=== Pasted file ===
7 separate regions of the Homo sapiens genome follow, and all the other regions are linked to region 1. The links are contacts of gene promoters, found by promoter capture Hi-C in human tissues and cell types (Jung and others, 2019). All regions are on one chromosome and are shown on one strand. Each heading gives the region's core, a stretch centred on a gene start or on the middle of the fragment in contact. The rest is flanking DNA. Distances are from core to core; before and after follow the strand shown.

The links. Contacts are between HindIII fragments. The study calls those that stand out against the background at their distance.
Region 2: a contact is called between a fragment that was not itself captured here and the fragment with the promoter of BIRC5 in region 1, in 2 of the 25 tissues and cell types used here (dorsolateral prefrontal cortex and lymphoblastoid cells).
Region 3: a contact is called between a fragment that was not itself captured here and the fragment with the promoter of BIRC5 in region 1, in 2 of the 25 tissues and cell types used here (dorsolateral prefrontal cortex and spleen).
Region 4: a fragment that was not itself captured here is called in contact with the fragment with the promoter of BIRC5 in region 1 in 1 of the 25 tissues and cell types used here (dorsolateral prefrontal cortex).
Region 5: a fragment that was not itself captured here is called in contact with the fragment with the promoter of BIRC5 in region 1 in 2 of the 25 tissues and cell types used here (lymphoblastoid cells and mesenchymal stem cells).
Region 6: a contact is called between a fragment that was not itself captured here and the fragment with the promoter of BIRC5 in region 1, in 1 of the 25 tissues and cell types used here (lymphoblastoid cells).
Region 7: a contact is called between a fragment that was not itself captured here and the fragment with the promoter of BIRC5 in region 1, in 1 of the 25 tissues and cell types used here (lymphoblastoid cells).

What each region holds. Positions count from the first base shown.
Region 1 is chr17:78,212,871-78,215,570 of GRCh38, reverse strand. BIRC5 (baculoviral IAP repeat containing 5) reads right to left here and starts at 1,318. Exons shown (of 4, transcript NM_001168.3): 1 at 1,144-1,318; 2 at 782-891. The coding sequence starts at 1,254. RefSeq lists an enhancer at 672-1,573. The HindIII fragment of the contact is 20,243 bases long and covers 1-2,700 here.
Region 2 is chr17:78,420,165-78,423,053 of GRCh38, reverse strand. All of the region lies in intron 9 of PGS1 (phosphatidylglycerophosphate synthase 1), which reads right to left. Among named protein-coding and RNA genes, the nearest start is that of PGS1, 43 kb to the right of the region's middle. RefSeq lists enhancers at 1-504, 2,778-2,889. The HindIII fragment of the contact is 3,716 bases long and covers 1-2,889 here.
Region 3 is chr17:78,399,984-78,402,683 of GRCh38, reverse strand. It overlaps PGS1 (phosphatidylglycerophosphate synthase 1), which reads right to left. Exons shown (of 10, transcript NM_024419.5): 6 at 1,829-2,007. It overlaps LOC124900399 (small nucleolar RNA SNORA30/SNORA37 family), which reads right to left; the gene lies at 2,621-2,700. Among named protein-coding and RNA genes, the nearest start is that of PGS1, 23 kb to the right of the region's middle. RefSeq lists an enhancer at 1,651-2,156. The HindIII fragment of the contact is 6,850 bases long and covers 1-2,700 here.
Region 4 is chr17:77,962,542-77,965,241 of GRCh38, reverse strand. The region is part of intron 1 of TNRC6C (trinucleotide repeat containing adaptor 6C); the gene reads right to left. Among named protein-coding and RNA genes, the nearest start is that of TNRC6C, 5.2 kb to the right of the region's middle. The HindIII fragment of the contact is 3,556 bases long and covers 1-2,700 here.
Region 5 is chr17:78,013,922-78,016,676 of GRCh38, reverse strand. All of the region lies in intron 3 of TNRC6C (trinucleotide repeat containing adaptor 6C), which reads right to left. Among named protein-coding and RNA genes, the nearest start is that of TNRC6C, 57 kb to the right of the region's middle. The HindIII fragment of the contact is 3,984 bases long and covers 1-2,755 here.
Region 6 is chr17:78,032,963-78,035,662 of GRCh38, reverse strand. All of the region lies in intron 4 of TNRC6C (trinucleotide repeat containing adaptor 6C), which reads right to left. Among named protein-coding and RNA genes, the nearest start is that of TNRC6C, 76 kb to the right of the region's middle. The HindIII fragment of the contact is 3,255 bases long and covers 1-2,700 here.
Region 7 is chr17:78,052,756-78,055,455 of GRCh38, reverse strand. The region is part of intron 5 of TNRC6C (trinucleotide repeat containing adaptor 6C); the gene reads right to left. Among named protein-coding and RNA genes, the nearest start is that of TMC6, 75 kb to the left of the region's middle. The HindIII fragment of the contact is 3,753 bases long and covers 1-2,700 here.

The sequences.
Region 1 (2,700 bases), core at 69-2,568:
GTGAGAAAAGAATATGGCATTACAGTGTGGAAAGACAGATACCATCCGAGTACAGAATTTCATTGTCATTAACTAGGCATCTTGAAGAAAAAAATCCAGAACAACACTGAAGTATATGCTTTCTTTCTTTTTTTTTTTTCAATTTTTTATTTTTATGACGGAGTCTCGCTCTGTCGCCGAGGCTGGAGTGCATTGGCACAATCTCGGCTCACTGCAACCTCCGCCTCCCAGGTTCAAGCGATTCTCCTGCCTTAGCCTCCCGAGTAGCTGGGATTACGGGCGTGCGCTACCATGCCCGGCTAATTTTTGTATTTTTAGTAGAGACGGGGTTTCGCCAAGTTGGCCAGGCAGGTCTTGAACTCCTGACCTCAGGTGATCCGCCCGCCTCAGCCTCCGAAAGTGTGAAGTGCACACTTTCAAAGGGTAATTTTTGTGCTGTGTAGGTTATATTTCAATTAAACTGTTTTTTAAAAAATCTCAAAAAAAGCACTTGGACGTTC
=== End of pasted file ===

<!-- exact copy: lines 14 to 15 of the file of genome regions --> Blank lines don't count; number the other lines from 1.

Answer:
Region 5 is chr17:78,013,922-78,016,676 of GRCh38, reverse strand. All of the region lies in intron 3 of TNRC6C (trinucleotide repeat containing adaptor 6C), which reads right to left. Among named protein-coding and RNA genes, the nearest start is that of TNRC6C, 57 kb to the right of the region's middle. The HindIII fragment of the contact is 3,984 bases long and covers 1-2,755 here.
Region 6 is chr17:78,032,963-78,035,662 of GRCh38, reverse strand. All of the region lies in intron 4 of TNRC6C (trinucleotide repeat containing adaptor 6C), which reads right to left. Among named protein-coding and RNA genes, the nearest start is that of TNRC6C, 76 kb to the right of the region's middle. The HindIII fragment of the contact is 3,255 bases long and covers 1-2,700 here.